Safety-minded Redskins searching

May 05, 1994|By Vito Stellino | Vito Stellino,Sun Staff Writer

The Washington Redskins, attempting to find a new strong safety now that Danny Copeland has retired, will bring in Jarvis Williams of the Miami Dolphins and Keith Taylor of the New Orleans Saints for visits today.

"We're going to make a lot of phone calls and talk to a lot of people," said general manager Charley Casserly, who said he's also talking to Greg Jackson of the New York Giants.

Casserly also made a $410,000, one-year offer to defensive lineman Brent Williams of the New England Patriots. Williams was at Redskin Park yesterday and apparently was ready to sign, but suddenly changed his mind. He flew to Seattle, where he is expected to take a similar offer from the Seahawks. Casserly said the Redskins no longer will pursue Williams.

Casserly added that defensive lineman Richard Dent of the Chicago Bears was in Washington yesterday on personal business, but didn't visit Redskin Park.

Casserly declined to invite him because Dent has yet to give the Redskins a specific salary request. It's speculated that he wants more than $2 million. If true, the Redskins can't afford him under the salary cap. In Chicago, he rejected a $2.3 million offer and is no longer in the Bears' plans. Dent was in Philadelphia earlier this week where Eagles officials were described as shocked by his demands.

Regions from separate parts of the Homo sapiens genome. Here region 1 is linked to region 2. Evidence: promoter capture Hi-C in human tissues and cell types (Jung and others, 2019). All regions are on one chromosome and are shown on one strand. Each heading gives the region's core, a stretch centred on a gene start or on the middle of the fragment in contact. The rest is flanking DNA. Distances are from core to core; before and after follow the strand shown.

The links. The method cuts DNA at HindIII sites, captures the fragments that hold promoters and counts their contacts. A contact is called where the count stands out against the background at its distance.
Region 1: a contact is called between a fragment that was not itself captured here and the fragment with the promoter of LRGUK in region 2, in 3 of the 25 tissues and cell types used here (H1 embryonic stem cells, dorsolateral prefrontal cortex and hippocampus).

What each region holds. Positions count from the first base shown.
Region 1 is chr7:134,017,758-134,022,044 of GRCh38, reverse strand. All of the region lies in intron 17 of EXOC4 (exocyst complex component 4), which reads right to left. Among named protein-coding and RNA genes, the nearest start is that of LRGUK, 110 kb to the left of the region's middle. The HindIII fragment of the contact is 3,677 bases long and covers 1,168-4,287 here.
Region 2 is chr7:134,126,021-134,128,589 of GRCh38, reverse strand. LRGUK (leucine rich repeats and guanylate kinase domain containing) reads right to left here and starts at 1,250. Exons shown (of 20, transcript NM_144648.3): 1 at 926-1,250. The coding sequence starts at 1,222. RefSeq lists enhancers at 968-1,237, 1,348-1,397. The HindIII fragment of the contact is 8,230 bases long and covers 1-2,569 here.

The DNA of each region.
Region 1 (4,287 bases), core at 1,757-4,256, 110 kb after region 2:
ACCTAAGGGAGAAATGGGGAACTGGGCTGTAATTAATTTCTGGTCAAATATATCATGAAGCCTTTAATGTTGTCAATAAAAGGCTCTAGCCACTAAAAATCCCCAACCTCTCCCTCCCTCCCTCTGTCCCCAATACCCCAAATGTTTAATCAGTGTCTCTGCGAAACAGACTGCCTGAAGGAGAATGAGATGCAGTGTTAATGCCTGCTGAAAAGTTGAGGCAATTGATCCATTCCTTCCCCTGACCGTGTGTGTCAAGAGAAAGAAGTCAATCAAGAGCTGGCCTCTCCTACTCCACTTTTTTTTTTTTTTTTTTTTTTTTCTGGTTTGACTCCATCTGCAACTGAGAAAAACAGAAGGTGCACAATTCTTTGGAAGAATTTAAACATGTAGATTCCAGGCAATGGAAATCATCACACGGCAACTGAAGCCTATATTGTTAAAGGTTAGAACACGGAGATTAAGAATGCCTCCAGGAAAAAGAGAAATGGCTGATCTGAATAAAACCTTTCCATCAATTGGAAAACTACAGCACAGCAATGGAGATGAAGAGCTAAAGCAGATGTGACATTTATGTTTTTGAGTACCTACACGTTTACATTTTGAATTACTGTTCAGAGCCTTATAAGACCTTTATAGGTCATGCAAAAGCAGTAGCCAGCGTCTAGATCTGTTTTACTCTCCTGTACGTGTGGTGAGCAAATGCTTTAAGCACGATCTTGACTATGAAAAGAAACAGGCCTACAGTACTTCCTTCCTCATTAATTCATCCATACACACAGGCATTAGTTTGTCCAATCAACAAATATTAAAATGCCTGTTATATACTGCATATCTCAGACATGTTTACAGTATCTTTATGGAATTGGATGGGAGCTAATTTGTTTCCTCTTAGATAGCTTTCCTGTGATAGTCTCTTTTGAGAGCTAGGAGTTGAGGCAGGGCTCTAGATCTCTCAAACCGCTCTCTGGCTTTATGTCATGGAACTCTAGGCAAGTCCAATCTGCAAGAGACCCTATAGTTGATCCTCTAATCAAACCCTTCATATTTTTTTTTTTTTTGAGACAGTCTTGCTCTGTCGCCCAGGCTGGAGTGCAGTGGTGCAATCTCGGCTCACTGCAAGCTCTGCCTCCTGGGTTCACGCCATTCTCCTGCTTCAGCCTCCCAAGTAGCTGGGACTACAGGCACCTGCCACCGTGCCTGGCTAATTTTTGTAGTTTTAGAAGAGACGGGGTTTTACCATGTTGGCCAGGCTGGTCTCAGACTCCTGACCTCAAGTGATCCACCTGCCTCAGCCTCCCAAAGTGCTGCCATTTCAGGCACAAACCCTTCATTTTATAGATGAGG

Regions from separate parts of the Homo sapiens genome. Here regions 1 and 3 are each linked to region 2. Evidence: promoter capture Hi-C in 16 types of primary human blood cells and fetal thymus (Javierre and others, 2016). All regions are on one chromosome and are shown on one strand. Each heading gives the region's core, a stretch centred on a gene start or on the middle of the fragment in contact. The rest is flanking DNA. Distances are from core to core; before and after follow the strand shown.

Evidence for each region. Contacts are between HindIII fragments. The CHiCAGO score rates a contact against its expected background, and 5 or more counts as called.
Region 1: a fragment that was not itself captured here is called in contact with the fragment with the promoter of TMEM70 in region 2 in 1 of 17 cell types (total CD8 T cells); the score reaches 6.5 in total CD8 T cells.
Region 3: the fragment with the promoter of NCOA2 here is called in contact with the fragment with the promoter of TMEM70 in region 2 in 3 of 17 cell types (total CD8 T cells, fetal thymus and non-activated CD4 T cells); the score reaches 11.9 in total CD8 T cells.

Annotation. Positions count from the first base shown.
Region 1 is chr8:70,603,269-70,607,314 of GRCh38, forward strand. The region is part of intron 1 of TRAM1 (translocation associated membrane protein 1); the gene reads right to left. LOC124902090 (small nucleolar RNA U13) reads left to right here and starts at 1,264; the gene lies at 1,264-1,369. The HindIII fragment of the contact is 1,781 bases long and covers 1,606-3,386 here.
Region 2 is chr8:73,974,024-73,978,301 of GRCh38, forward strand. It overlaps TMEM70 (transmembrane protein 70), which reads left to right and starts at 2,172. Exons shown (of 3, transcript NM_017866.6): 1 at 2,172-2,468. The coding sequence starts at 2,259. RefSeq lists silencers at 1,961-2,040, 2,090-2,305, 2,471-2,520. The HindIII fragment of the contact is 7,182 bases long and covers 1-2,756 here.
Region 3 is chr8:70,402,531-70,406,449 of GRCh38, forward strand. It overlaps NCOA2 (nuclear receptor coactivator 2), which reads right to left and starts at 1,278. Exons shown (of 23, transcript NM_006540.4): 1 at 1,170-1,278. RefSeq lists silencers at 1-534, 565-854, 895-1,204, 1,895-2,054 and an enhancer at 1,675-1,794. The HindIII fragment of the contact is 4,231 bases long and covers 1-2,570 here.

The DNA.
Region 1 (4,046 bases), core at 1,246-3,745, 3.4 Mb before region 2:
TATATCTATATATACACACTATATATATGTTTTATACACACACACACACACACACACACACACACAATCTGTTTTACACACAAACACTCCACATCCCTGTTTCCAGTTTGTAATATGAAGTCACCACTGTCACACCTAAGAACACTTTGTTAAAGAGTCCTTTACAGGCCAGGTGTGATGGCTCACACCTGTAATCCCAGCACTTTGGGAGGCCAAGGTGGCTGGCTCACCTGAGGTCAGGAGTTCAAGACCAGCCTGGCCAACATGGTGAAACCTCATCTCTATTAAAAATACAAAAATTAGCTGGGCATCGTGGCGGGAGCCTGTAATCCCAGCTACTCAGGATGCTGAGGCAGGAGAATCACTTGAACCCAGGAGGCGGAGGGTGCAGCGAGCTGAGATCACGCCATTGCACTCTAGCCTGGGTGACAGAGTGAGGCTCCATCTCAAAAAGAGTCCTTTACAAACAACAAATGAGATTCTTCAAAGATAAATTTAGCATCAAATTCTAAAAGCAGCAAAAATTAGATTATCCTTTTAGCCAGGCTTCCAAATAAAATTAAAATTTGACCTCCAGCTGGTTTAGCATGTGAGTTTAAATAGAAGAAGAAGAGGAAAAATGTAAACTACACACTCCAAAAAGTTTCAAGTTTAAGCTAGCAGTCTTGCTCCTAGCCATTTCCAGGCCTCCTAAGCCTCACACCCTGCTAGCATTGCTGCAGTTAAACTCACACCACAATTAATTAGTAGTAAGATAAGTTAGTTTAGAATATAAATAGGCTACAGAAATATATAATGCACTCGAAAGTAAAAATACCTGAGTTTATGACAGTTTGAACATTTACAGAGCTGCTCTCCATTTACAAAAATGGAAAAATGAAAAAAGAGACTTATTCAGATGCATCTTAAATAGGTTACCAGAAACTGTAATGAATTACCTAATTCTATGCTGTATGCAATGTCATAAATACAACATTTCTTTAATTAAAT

In another negotiating matter, Casserly said he is talking to the agents for running backs Brian Mitchell and Earnest Byner, but can afford to sign only one of them.

Meanwhile, former Redskins quarterback Mark Rypien is close to signing with the Cleveland Browns, pending salary-cap adjustments.

The Redskins have an extra $950,000 to work with now that Copeland has retired.

Among his reasons for retiring, Copeland said yesterday, were concerns about injuries. He's still bothered by a hip injury and has suffered three serious neck injuries.

After the last neck injury, he said he couldn't hold his young daughter in church longer than 10 minutes without feeling pain in his neck, back and leg.

"The pains of the game outweighed the passion [for playing] the game," he said.

But, he already misses the game: "It's tough. It's a serious emotional strain," he said. "Don't get me wrong, I'm not jumping off any bridges, but it's going to take some time [to adjust to not playing]."

Copeland's plans are indefinite, but he says he is interested in working with youth in his hometown of Thomasville, Ga.

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